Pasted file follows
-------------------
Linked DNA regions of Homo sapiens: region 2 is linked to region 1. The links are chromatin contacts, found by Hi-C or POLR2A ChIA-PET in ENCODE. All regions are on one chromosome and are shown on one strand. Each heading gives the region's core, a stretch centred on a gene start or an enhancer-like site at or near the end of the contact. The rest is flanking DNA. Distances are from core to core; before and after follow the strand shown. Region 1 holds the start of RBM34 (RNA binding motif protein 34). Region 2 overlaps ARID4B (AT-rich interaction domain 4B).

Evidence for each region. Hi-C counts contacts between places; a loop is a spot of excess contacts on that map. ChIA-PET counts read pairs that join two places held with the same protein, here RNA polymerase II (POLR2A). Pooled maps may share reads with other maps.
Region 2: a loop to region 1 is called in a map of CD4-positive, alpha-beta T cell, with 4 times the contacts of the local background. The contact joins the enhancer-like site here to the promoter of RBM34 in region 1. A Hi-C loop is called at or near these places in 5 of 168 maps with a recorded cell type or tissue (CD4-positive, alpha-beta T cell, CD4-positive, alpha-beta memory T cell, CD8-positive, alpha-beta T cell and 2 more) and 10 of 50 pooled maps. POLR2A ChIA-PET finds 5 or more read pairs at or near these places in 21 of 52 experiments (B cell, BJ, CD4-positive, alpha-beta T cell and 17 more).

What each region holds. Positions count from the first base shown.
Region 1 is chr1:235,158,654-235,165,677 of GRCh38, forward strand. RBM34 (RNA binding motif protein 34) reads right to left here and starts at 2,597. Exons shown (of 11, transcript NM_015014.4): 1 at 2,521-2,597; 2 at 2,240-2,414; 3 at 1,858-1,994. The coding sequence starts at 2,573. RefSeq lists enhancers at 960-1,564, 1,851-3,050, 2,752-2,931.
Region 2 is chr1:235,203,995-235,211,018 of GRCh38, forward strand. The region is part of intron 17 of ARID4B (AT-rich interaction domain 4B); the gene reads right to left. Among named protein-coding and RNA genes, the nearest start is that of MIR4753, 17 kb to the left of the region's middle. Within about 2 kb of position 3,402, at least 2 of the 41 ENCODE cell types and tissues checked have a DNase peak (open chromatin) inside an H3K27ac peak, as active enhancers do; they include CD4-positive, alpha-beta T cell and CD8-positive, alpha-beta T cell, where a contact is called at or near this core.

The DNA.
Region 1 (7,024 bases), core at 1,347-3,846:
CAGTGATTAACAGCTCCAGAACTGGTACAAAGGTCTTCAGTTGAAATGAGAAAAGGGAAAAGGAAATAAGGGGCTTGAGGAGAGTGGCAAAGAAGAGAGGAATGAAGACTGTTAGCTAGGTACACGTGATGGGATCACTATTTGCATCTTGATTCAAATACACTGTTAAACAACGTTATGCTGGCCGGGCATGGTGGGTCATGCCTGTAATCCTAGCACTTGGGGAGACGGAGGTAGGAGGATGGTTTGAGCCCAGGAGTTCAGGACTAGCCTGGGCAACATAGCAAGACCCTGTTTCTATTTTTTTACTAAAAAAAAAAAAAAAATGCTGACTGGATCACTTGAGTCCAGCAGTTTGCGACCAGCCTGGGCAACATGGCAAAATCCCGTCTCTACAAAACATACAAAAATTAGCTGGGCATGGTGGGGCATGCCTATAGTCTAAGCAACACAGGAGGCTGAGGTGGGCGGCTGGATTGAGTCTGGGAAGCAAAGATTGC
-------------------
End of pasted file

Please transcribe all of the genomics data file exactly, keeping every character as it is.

Linked DNA regions of Homo sapiens: region 2 is linked to region 1. The links are chromatin contacts, found by Hi-C or POLR2A ChIA-PET in ENCODE. All regions are on one chromosome and are shown on one strand. Each heading gives the region's core, a stretch centred on a gene start or an enhancer-like site at or near the end of the contact. The rest is flanking DNA. Distances are from core to core; before and after follow the strand shown. Region 1 holds the start of RBM34 (RNA binding motif protein 34). Region 2 overlaps ARID4B (AT-rich interaction domain 4B).

Evidence for each region. Hi-C counts contacts between places; a loop is a spot of excess contacts on that map. ChIA-PET counts read pairs that join two places held with the same protein, here RNA polymerase II (POLR2A). Pooled maps may share reads with other maps.
Region 2: a loop to region 1 is called in a map of CD4-positive, alpha-beta T cell, with 4 times the contacts of the local background. The contact joins the enhancer-like site here to the promoter of RBM34 in region 1. A Hi-C loop is called at or near these places in 5 of 168 maps with a recorded cell type or tissue (CD4-positive, alpha-beta T cell, CD4-positive, alpha-beta memory T cell, CD8-positive, alpha-beta T cell and 2 more) and 10 of 50 pooled maps. POLR2A ChIA-PET finds 5 or more read pairs at or near these places in 21 of 52 experiments (B cell, BJ, CD4-positive, alpha-beta T cell and 17 more).

What each region holds. Positions count from the first base shown.
Region 1 is chr1:235,158,654-235,165,677 of GRCh38, forward strand. RBM34 (RNA binding motif protein 34) reads right to left here and starts at 2,597. Exons shown (of 11, transcript NM_015014.4): 1 at 2,521-2,597; 2 at 2,240-2,414; 3 at 1,858-1,994. The coding sequence starts at 2,573. RefSeq lists enhancers at 960-1,564, 1,851-3,050, 2,752-2,931.
Region 2 is chr1:235,203,995-235,211,018 of GRCh38, forward strand. The region is part of intron 17 of ARID4B (AT-rich interaction domain 4B); the gene reads right to left. Among named protein-coding and RNA genes, the nearest start is that of MIR4753, 17 kb to the left of the region's middle. Within about 2 kb of position 3,402, at least 2 of the 41 ENCODE cell types and tissues checked have a DNase peak (open chromatin) inside an H3K27ac peak, as active enhancers do; they include CD4-positive, alpha-beta T cell and CD8-positive, alpha-beta T cell, where a contact is called at or near this core.

The DNA.
Region 1 (7,024 bases), core at 1,347-3,846:
CAGTGATTAACAGCTCCAGAACTGGTACAAAGGTCTTCAGTTGAAATGAGAAAAGGGAAAAGGAAATAAGGGGCTTGAGGAGAGTGGCAAAGAAGAGAGGAATGAAGACTGTTAGCTAGGTACACGTGATGGGATCACTATTTGCATCTTGATTCAAATACACTGTTAAACAACGTTATGCTGGCCGGGCATGGTGGGTCATGCCTGTAATCCTAGCACTTGGGGAGACGGAGGTAGGAGGATGGTTTGAGCCCAGGAGTTCAGGACTAGCCTGGGCAACATAGCAAGACCCTGTTTCTATTTTTTTACTAAAAAAAAAAAAAAAATGCTGACTGGATCACTTGAGTCCAGCAGTTTGCGACCAGCCTGGGCAACATGGCAAAATCCCGTCTCTACAAAACATACAAAAATTAGCTGGGCATGGTGGGGCATGCCTATAGTCTAAGCAACACAGGAGGCTGAGGTGGGCGGCTGGATTGAGTCTGGGAAGCAAAGATTGC